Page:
Natural light is what the sun gives us everyday, unless you live in a cave or that random part of Alaska where it's in darkness for half the year. Most bloggers have photos that are shot outside and are primarily lit by nature’s light source, the sun. It’s the first type of lighting that people learn to control when taking their own photographs. The light and airy feel that comes across in your Instagram feeds of carefree bloggers is probably achieved with natural light and someone that knows their way around a camera and a good shooting day. If you’re struggling to figure out how to get the best natural light photos here are a few tips for getting that natural light look in camera.
Shoot during golden hours.
The “golden hours” are the times of day when the light is the softest and warmest for optimal photo taking conditions. They are the hour after the sun first rises during the day and hour before the sun sets at night. Photographers love this time because it gives off the most even lighting. No pesky deep shadows to get rid of when the light is even all around. This is why people that are familiar with photography or having their photo taken stay away from shooting during the middle of the day. Around lunchtime or the middle of the day is the worst time to shoot because the sun is at its brightest, making your shadows harsh and dark unless you are going for a bright, shadowy look. The warm cast that the sun gives off also can give skin a natural glow.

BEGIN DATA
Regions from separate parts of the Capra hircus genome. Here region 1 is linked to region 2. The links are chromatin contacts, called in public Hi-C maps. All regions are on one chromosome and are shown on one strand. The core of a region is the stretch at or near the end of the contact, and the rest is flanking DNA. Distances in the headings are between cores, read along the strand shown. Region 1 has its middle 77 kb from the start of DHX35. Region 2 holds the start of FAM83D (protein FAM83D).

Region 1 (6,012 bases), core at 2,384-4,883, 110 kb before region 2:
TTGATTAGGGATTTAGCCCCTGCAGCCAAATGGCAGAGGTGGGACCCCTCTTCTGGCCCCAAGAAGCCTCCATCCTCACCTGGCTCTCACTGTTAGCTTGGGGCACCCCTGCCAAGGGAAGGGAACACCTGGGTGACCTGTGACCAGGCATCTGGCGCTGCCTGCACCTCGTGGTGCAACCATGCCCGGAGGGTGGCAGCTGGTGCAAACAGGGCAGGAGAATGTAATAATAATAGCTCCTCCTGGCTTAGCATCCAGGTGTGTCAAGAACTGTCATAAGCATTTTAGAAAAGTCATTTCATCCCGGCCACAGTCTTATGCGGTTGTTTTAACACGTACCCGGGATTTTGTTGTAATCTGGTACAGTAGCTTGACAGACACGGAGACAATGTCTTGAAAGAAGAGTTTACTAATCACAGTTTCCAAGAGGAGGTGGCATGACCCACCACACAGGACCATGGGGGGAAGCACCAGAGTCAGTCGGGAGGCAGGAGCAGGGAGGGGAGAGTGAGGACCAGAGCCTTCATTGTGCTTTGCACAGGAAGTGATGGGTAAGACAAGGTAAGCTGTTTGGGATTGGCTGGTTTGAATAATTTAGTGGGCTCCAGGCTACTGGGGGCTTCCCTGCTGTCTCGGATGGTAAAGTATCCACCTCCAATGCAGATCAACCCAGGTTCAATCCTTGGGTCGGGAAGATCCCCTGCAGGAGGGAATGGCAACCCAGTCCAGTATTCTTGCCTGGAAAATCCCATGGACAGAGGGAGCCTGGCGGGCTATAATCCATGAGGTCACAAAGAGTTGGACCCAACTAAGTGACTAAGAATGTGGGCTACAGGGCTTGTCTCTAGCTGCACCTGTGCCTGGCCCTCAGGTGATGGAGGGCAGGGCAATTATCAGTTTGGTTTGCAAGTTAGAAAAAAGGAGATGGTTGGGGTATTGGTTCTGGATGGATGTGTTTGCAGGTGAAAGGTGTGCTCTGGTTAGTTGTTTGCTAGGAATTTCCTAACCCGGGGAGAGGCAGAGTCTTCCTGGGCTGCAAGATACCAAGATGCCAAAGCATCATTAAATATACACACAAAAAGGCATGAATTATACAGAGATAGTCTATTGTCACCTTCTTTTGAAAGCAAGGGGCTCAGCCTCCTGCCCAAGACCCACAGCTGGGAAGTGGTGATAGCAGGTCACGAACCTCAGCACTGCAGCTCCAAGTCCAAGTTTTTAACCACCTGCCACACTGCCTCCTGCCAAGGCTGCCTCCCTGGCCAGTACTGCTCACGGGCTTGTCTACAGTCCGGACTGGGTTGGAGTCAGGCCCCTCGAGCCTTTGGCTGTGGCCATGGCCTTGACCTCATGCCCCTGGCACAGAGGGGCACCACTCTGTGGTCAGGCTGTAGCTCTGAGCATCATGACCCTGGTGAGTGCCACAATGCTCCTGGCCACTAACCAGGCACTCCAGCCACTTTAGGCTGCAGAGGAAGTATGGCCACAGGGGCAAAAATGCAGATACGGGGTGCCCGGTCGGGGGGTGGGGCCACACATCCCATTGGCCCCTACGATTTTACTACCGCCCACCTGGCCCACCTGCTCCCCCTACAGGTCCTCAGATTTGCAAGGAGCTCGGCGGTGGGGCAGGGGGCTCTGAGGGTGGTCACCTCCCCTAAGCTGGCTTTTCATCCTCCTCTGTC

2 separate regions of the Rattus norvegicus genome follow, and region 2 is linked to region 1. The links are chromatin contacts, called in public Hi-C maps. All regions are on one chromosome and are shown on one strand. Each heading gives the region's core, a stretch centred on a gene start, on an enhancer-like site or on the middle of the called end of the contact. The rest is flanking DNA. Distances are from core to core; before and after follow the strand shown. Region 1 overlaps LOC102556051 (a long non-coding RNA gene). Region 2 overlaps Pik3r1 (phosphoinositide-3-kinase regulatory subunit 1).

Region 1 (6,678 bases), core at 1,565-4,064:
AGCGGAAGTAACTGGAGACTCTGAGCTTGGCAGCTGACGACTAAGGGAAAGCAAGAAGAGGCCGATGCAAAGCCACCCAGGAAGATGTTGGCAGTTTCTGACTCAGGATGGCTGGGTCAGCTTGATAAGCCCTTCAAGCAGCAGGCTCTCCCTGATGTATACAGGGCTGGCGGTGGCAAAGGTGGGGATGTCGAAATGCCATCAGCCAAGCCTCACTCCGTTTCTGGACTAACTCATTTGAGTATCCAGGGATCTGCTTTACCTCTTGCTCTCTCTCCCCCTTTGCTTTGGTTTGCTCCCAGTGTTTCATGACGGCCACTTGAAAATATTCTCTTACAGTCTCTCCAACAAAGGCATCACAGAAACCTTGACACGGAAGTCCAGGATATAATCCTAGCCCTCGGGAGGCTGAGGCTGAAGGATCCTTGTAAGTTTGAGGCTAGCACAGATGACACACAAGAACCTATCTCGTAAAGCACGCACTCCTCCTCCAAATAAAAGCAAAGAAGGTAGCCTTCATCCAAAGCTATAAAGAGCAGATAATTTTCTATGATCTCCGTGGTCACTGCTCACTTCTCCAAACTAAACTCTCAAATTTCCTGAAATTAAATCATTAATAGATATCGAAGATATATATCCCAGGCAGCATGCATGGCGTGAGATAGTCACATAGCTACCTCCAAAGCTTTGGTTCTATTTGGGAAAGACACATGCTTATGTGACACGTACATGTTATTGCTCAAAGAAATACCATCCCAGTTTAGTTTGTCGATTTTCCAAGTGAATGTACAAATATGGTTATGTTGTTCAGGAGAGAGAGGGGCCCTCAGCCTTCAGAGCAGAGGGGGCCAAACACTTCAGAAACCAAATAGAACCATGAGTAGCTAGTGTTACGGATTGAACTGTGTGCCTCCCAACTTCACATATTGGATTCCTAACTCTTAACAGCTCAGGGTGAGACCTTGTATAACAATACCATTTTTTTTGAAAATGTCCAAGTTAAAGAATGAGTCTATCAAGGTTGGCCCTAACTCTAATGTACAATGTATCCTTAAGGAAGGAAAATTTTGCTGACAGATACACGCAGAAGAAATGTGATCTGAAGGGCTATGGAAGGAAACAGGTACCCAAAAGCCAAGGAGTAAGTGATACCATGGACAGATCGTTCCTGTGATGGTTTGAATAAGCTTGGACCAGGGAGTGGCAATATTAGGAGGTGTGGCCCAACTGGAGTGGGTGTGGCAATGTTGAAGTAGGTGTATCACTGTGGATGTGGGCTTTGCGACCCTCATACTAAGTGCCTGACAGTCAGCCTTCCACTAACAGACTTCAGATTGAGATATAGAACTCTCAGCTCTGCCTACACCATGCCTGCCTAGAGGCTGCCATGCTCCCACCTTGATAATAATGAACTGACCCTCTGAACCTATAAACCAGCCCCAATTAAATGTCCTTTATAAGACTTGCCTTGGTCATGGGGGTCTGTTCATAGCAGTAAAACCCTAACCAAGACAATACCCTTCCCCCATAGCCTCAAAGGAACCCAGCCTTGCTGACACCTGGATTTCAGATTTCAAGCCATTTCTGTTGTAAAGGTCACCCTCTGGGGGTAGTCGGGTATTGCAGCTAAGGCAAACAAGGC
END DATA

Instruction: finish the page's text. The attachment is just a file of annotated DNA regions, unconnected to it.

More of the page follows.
Cloudy days are your best friend.
Similar to the “golden hours” cloudy days are also great days for photographing because of the even lighting. Clouds are nature’s softbox or diffuser and help to ward off the harsh rays from the sun to give off a soft and natural light. Sometimes a too overcast day can dampen the mood on a photo so don’t be afraid to bring a friend to hold a reflector off camera to bounce in a little light or add in some flash from your camera or phone.
Pay attention to your light meter
If you’re using a DSLR or even some of the newer smartphones take a look at the light meter. It’s meter that shows if your photo is underexposed, meaning that it will look darker than it should or overexposed, meaning that it will look lighter than it should. It’s always better to try to keep the camera’s exposure towards the middle of the light meter. This will show the most accurate lighting for the situation. Many pro photographers will tell you that your camera’s light meter isn’t as trustworthy as an external handheld light meter but it should do just fine for your outfit photos.
In the words of legendary photographer Alfred Stieglitz, “Wherever there is light, one can photograph,” so make use of the light you have and get shooting.